Video Associate at ONE Campaign
Anna graduated from Georgetown University in spring 2020, a milestone that was both anticlimactic and disorienting as she moved from “student” to “employee” against the backdrop of the subdued capital city. Anna had a good idea of the direction of her professional journey, having interned throughout college in creative functions at mission-driven organizations. Her full-time position as a video associate at ONE Campaign, beginning in July 2020, was a natural progression.
The mission of ONE, an international nonprofit whose founders include megawatt musician and philanthropist Bono, is to fight extreme poverty and preventable disease by raising public awareness and supporting policies that save lives and improve futures. Easy enough! Aligned with its altruistic outlook is a benefits plan that includes a retirement savings program available to employees after their first 90 days on the job. Anna was auto-enrolled and received the base employer match, but elected to increase her savings rate, which boosted ONE’s contribution, totaling 7% savings. Though Anna says her understanding of retirement planning is limited to labor issues addressed in history class, she has a natural savings savvy and an inkling of how she might define her retirement.
The year 2065 may feel eons away, but by that time, Anna hopes that society at large will have made gains on climate and gender equality issues and that she will have basic food and housing security. “I would like to think that I’ll be living comfortably,” she said— with the perspective that comes from working in a field committed to relieving discomfort. “I’d like to have the opportunity to pursue artistic passions and flesh out any hobbies that I’ve been meaning to try.” Anna reflects on her grandfather’s experience. Now retired, he spent his professional life as an engineer and currently gives lectures at local historical societies. He is sharing knowledge — and gaining much in the process.
Anna hopes her pursuits will similarly enable her to give back and expects that her generation will likely embrace a more charitable approach too, potentially balancing a longer working life with a more service-oriented retirement.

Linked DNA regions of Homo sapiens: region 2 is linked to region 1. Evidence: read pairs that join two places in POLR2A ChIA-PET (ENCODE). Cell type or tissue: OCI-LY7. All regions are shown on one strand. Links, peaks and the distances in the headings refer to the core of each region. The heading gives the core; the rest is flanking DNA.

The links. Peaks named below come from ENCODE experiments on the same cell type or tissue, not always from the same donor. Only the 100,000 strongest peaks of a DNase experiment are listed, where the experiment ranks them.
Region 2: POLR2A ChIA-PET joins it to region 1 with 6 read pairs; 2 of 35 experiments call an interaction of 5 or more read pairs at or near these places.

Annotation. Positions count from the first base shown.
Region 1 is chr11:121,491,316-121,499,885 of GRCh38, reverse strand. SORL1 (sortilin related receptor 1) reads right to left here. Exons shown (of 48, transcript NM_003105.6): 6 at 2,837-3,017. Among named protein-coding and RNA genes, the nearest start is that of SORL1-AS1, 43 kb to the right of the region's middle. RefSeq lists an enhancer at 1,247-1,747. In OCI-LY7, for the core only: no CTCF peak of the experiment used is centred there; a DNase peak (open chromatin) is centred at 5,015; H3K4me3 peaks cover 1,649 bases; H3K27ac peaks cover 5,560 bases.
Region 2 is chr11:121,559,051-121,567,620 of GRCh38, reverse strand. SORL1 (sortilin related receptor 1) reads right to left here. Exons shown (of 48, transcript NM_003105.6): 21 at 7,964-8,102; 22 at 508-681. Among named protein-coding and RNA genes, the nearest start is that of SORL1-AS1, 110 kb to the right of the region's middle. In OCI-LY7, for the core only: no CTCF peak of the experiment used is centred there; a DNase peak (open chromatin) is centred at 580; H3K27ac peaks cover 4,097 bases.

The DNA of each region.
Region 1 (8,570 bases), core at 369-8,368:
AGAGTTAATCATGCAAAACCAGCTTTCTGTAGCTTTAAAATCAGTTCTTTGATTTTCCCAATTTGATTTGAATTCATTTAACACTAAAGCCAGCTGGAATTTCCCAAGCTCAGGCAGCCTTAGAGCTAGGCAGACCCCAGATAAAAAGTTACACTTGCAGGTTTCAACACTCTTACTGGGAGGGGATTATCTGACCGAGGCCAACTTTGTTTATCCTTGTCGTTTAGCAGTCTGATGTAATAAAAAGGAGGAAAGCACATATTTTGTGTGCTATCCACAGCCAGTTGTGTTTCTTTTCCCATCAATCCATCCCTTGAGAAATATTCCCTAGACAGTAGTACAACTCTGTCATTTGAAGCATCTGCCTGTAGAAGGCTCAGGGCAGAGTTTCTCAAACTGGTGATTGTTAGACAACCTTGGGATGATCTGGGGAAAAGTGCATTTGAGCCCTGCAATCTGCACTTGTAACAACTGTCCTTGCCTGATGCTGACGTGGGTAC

While the uncertainty of the last year could understandably corrode the collective optimism of the rising generation of workers, Anna has a different take. There’s a freedom in having all preconceived notions dismantled and making it up as you go along. Anna couldn’t imagine this moment 12 months ago, but the water is fine, and it makes her less wary of the oceans ahead.
The role that technology has played in Anna’s life, and in that of her generation’s, also makes her feel closer to possibility. “It’s incredible to imagine how close we can get to these huge changemakers in the US and around the world — and even how we can effect huge change from our apartments — thanks to the power of social media.”
While we may agree that change is in the air, particularly as we transition from the seasonal and symbolic winter to the spring of the pandemic, identifying what needs to change is still an important and layered task. Working toward retirement security in 2065 requires addressing a range of equally complex issues, including but not limited to retirement savings plan access, worker’s compensation, employment and re-skilling, gender equality, student loan debt, affordable healthcare and racial disparities specific to homeownership and generational wealth.
Anna inherits a more complicated future, but she brings a more dimensional gaze, seeing both the problems and solutions in the same societal tapestry. “We won’t solve for one until we solve for all of them,” she says, but she and her peers, poised to be changemakers, seem uniquely up to the task.
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Exp: April 30, 2022